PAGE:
Conspiracy theories abound in this world. The preposterous ones, which is the vast majority of them, arise because of a natural desire or need to understand events and an inability to think clearly. One doesn't even have to be a very good thinker once one learns a few facts about them. The site referenced early in this paragraph cites a number of conspiracy theories, including one of my favorites, that JFK ordered the hit that resulted in the death of Marilyn Monroe. Another which I heard some years ago is that the Black-on-Black violence was the result of law enforcement leaving a box car full of weapons unguarded in the Black community of LA "knowing" that they would steal the weapons and start killing each other. Another involving Blacks is the allegation that the CIA brought in massive amounts of cocaine into the country "knowing" that either Blacks or other people would learn how to make crack out of it and sell it in the Black communities around the country virtually destroying a generation or more of Black people. These conspiracy theories are so transparently ridiculous I won't bother with them.
The first "respectable" conspiracy theory I ever heard was President Eisenhower's claim that we should be concerned with the military-industrial complex. In using the word "complex," Eisenhower invited people to believe that there was a giant conspiracy of military and business leaders though he didn't use the words "conspiracy" or "collusion." He said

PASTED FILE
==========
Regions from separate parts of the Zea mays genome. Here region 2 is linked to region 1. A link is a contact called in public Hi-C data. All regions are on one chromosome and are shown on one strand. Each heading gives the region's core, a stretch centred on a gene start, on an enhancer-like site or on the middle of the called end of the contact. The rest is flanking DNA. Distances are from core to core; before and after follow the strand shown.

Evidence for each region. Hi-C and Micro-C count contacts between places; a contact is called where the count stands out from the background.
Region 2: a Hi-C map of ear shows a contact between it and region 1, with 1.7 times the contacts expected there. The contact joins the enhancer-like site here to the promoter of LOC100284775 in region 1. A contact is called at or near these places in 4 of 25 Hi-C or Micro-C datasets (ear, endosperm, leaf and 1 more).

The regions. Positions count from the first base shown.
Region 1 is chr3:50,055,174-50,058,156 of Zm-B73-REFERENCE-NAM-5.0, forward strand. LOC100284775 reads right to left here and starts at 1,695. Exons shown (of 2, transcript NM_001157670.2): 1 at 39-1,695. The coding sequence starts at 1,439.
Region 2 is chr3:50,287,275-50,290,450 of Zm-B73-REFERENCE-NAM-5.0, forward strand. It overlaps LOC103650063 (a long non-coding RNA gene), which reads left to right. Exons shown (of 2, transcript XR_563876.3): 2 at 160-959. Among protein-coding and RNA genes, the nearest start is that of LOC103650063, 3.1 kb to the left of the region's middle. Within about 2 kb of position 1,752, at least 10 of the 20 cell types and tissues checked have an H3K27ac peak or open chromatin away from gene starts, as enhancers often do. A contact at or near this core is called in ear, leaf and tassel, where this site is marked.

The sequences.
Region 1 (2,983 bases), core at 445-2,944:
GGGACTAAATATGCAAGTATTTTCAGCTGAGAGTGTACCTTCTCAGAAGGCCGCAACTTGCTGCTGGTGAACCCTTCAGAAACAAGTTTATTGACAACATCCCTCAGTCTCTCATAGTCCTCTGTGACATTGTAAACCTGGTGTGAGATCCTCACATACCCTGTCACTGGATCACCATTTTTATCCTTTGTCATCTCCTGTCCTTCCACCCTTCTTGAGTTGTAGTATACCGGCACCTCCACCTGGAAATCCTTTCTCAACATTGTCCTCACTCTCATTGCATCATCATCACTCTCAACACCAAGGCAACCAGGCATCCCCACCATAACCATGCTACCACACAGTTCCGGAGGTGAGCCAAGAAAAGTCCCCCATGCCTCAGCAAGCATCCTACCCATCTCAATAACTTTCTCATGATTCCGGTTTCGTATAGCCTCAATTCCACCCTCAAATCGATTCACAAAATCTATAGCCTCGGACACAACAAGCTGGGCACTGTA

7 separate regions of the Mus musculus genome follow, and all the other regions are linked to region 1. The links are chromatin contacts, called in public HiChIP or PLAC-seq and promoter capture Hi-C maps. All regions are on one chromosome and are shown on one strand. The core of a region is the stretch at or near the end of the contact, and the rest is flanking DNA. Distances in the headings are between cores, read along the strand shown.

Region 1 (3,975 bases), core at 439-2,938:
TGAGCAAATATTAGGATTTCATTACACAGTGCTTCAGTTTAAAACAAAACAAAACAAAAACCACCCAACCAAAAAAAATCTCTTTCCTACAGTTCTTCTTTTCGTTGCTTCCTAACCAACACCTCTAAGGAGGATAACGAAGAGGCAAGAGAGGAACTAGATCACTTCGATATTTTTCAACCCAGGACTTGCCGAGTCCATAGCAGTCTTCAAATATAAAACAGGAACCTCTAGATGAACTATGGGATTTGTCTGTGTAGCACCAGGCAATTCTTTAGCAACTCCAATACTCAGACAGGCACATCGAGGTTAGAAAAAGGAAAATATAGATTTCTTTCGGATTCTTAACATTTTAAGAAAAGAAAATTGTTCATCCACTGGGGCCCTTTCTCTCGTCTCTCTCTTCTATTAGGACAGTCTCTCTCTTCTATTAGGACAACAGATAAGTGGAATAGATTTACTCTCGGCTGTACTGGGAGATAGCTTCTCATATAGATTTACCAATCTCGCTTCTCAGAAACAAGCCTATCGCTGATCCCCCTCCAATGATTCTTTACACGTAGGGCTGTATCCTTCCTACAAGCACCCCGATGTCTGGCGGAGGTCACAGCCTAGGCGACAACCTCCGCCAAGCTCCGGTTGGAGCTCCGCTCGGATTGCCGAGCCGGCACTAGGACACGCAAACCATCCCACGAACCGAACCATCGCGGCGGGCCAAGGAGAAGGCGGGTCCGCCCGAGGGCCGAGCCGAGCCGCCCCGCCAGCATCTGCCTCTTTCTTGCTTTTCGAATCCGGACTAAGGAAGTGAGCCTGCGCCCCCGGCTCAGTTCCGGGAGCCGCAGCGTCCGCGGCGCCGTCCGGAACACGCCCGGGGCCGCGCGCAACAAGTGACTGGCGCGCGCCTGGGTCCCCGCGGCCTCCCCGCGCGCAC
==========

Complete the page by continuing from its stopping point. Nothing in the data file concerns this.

This conjunction of an immense military establishment and a large arms industry is new in the American experience. The total influence -- economic, political, even spiritual -- is felt in every city, every State house, every office of the Federal government. We recognize the imperative need for this development. Yet we must not fail to comprehend its grave implications. Our toil, resources and livelihood are all involved; so is the very structure of our society.Naturally the idea arose that there has been an ongoing conspiracy of sets of military leaders and sets of business leaders who meet together to plan how they can get the President and Congress to continually increase the production of newer and better and more costly weapons. This theory suffers from a fundamental mistake, characteristic of virtually all conspiracy theories, namely a failure to recognize that the behavior that is said to be caused by the conspiracy could be the result of the people involved having quite independent (no collusion and therefore no conspiracy) interests that just happen to converge. The military folks want new toys and arms manufacturers want to make money. We don't need a conspiracy theory to explain the phenomenon. All we need is people acting out of their own perceived best interests which just happen to result in increasing production of weapons. The influence of these quite independent organizations on the larger community results from the fact that the arms manufacturers hire gobs of people and pay (one would hope) lots of taxes and military bases hire lots of locals and pour lots of money in local businesses.